Alberto Moreno, Liverpool and the full-back situation at Anfield 1

Alberto Moreno is finally on the verge of joining Liverpool.  I’ve written about the Spaniard quite a few times, and actually once or twice specifically in relation to the club he’s now joining, and at a reported £12m he is a very good signing.

When the season ended, defensive improvement was clearly a priority for Brendan Rodgers.  Because Liverpool play such an attacking brand of football, their back-four wasn’t scrutinised nearly as much as a it should have been in 2013/14 and one or two players escaped a brutal judgement that they probably deserved.

Of the available centre-backs, only Martin Skrtel showed himself to be to equal to the club’s current aspirations, and objective one this Summer was to provide him with a regular partner who not only improved the unit’s general defensive capability but also suited the team’s style.  Rodgers has done that.  Dejan Lovren is an accomplished defender, potentially a dressing-room leader and, crucially, is also very good with the ball at his feet.  We all know that Rodgers favours a style predicated on possession, and so a centre-back who can distribute the ball decisively and accurately into the midfield was a must.

The full-back situation is slightly more complicated and there might well be an element of trial and error within that part of the side.  Glen Johnson is a very flawed player and he must surely realise that the addition of Alberto Moreno and Javier Manquillo makes him vulnerable.  Manquillo is a very raw player and, in addition to having no experience in England, his top-flight career in Spain was at an embryonic stage before he left on-loan.  But Brendan Rodgers seems to have a preference for players he can ‘form’ and he proved last season with Jon Flanagan that he’s not afraid to throw an unproven player into his side, just as long as that player is able to follow tactical instruction properly.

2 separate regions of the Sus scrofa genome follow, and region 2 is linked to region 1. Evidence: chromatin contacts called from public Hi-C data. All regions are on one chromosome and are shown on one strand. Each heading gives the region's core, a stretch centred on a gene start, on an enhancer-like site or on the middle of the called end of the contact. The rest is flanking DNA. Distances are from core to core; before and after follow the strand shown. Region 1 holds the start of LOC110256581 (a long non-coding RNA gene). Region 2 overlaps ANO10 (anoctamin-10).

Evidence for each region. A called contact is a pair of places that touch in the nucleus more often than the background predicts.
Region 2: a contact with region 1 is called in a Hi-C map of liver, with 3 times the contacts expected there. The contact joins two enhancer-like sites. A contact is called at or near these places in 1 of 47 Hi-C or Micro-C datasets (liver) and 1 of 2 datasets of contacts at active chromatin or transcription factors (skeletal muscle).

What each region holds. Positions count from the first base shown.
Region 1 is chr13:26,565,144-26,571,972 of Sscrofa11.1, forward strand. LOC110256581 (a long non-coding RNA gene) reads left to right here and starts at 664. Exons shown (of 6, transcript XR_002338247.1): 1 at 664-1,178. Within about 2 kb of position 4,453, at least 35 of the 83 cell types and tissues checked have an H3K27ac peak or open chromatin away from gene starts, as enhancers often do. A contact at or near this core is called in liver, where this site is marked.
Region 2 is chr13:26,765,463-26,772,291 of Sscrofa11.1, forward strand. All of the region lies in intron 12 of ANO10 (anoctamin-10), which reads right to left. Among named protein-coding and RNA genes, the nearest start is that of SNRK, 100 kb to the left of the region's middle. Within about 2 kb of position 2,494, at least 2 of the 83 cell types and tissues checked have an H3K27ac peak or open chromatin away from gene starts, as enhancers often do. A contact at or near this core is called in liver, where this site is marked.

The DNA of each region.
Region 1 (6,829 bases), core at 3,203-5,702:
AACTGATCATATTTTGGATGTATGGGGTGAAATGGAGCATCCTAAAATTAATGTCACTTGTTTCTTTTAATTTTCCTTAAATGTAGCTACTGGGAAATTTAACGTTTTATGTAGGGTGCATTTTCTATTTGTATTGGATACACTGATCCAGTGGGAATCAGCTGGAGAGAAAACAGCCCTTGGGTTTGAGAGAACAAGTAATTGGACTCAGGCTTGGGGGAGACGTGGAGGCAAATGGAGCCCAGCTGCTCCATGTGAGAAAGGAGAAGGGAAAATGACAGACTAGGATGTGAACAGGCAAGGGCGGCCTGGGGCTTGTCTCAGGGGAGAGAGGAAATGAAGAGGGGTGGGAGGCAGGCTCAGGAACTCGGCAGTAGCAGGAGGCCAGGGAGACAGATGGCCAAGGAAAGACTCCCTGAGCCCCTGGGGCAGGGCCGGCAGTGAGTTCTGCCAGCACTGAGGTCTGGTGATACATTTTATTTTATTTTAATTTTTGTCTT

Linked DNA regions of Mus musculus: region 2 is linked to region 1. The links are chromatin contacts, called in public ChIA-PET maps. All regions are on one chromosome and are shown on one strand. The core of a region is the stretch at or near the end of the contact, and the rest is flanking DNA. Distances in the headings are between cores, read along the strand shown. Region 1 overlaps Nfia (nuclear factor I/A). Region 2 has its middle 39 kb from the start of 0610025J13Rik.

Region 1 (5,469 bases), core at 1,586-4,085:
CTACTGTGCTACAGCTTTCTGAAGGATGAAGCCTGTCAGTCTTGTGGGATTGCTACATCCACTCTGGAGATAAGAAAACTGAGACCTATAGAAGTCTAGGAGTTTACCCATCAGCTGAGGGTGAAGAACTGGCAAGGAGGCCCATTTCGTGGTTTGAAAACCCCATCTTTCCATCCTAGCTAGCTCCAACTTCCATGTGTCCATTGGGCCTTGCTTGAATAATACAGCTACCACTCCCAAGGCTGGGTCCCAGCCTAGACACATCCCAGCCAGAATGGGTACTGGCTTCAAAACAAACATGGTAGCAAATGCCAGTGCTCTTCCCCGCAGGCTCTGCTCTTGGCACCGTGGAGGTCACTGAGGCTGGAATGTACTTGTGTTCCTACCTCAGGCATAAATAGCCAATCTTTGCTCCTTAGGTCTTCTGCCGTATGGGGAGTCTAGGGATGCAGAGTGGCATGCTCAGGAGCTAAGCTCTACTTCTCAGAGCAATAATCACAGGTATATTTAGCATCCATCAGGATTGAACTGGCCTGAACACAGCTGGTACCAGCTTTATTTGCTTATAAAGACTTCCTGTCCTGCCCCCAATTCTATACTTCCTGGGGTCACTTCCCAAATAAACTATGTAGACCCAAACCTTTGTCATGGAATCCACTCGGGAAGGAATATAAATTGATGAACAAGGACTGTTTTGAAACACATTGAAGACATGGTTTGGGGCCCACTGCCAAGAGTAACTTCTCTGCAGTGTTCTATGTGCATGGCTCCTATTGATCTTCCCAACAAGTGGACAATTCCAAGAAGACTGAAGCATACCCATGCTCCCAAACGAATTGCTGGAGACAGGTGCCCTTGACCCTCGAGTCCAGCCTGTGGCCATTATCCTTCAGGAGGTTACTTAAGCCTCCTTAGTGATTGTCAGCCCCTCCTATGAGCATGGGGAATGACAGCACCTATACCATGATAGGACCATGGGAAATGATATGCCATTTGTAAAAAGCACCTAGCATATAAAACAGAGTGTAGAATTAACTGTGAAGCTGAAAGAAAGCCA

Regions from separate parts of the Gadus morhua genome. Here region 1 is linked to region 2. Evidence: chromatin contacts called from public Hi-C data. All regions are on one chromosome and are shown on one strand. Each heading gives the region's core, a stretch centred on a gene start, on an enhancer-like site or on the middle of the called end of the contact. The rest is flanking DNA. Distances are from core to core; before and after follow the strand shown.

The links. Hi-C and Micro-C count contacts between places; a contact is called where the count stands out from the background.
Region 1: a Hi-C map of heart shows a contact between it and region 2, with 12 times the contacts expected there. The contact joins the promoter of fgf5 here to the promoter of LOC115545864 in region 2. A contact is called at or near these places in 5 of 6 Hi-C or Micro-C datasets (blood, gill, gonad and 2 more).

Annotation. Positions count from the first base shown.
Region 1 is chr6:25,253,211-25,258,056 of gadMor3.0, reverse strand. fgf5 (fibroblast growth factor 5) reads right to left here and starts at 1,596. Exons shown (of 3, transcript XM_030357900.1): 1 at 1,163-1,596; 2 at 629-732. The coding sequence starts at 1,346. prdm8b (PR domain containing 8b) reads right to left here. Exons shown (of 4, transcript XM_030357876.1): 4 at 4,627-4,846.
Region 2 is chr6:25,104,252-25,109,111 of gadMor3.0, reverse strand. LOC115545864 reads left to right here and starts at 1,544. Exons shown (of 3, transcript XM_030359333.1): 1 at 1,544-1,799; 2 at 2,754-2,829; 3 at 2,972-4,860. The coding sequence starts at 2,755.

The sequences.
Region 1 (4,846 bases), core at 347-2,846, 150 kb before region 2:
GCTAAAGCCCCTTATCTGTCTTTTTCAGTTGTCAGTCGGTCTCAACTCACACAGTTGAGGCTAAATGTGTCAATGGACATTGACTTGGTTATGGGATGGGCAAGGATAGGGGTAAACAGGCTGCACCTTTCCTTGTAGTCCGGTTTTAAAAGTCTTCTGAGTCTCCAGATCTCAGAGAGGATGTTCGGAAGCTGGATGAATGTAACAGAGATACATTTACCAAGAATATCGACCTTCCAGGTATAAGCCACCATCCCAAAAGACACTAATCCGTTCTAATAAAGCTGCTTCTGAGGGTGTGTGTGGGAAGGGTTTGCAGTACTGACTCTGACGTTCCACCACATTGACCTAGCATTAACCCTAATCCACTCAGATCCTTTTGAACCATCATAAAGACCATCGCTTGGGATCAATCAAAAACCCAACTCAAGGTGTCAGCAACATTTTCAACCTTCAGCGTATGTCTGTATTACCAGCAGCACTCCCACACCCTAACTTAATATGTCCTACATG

And don’t rule Flanagan out of the battle for right-back, either.  Yes, he’s done an admirable job on the left since become a first-team regular, but his preference would presumably be to switch to the other side and in so doing he would actually provide a more secure defensive alternative to Johnson.

Flanagan, Manquillo, Moreno…these are all young players who can be moulded into what Brendan Rodgers needs them to be.  Johnson is the odd one out; he’s coming to the end of his theoretical prime and he is still just as fallible as he was in his early twenties.

This situation isn’t quite ‘fascinating’, but it’s intriguing nonetheless.  Moreno will go straight into the first-team you would suspect, but the use of the other three - or the regularity of their respective involvement - is something to keep an eye on through the early months of the season.

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